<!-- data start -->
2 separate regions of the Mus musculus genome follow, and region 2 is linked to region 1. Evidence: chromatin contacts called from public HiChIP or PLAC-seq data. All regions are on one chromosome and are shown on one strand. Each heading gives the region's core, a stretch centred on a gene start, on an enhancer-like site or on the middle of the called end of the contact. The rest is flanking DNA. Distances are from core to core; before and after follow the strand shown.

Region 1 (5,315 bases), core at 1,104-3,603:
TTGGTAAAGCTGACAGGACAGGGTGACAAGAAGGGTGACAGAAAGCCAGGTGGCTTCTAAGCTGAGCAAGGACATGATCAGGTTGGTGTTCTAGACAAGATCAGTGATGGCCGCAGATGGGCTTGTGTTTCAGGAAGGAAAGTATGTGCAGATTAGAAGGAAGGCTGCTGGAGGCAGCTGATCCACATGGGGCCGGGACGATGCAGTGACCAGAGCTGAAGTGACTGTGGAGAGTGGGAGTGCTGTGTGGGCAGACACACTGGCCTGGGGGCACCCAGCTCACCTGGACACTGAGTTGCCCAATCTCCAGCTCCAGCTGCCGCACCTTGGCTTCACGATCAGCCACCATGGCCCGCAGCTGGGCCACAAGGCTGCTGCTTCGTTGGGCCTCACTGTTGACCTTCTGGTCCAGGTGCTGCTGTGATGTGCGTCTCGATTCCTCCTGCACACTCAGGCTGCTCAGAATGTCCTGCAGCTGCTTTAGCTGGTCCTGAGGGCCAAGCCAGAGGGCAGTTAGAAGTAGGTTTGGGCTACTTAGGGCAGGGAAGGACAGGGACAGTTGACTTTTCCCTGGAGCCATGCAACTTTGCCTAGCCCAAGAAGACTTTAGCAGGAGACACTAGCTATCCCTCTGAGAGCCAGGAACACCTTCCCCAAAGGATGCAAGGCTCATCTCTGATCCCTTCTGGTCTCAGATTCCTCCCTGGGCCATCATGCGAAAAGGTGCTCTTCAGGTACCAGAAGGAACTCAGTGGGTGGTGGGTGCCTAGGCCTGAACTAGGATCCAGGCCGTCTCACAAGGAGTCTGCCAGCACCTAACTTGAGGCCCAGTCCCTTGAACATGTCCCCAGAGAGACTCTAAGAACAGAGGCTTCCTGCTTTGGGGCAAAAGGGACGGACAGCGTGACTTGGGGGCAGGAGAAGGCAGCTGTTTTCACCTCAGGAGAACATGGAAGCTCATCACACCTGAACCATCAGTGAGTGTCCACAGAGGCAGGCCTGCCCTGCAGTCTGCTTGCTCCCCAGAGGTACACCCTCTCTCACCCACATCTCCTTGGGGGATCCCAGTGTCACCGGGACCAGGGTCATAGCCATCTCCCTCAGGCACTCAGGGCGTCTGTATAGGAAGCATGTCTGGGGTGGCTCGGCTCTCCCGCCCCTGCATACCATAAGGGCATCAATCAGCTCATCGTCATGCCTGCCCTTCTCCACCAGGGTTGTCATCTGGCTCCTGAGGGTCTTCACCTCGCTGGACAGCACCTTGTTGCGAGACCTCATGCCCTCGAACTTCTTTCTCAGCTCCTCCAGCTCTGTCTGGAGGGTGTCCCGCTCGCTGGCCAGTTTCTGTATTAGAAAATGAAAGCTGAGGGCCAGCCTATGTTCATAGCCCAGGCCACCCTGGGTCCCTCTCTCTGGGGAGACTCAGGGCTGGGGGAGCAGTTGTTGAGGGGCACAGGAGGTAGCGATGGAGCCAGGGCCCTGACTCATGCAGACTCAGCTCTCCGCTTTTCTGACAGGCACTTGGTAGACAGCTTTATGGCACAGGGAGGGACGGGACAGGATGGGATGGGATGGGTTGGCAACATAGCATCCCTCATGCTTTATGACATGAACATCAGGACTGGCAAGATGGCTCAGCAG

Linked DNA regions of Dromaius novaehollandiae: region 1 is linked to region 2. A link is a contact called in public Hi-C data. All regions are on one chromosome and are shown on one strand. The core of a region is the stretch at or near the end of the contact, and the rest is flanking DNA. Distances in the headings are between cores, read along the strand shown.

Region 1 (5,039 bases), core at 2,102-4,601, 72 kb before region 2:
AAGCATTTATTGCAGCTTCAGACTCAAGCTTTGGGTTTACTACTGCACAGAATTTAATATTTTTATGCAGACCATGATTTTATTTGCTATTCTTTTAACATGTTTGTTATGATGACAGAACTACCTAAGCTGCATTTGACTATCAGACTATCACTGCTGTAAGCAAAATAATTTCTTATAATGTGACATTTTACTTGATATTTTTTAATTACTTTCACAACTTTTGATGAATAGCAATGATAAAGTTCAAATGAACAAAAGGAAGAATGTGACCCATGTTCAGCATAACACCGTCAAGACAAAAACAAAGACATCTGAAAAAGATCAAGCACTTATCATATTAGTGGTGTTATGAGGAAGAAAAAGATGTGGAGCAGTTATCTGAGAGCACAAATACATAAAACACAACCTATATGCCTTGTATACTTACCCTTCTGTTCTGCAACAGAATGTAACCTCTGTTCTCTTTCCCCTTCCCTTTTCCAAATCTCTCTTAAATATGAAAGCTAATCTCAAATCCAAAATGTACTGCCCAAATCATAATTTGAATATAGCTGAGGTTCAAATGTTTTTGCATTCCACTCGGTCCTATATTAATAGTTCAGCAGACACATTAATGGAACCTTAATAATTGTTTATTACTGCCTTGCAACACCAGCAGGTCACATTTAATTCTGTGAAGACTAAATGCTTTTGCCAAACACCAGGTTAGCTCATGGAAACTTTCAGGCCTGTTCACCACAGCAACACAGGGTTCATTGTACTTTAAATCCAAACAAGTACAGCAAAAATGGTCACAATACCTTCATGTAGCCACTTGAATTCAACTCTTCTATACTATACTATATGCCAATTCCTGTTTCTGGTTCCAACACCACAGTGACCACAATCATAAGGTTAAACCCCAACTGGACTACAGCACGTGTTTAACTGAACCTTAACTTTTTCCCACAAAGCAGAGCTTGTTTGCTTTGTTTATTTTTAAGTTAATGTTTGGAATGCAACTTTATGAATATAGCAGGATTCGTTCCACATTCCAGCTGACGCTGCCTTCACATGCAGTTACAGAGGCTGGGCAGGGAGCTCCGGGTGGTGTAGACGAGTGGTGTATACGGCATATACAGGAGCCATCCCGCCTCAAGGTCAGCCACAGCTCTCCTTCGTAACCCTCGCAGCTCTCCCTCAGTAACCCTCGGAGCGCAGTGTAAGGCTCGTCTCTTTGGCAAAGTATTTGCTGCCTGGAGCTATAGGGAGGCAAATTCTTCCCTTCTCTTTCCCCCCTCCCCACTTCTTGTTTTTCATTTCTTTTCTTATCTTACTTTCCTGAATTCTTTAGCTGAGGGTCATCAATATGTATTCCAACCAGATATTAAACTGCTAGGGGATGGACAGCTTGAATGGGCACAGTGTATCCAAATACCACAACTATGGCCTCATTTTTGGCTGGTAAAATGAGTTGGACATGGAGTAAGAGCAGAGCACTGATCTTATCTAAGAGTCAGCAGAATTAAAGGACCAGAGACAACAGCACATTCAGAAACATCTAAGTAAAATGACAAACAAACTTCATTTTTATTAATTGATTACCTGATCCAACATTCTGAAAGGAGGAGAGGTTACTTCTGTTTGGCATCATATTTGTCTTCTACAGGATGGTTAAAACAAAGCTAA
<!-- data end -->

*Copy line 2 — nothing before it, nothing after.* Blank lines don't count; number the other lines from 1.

Region 1 (5,315 bases), core at 1,104-3,603: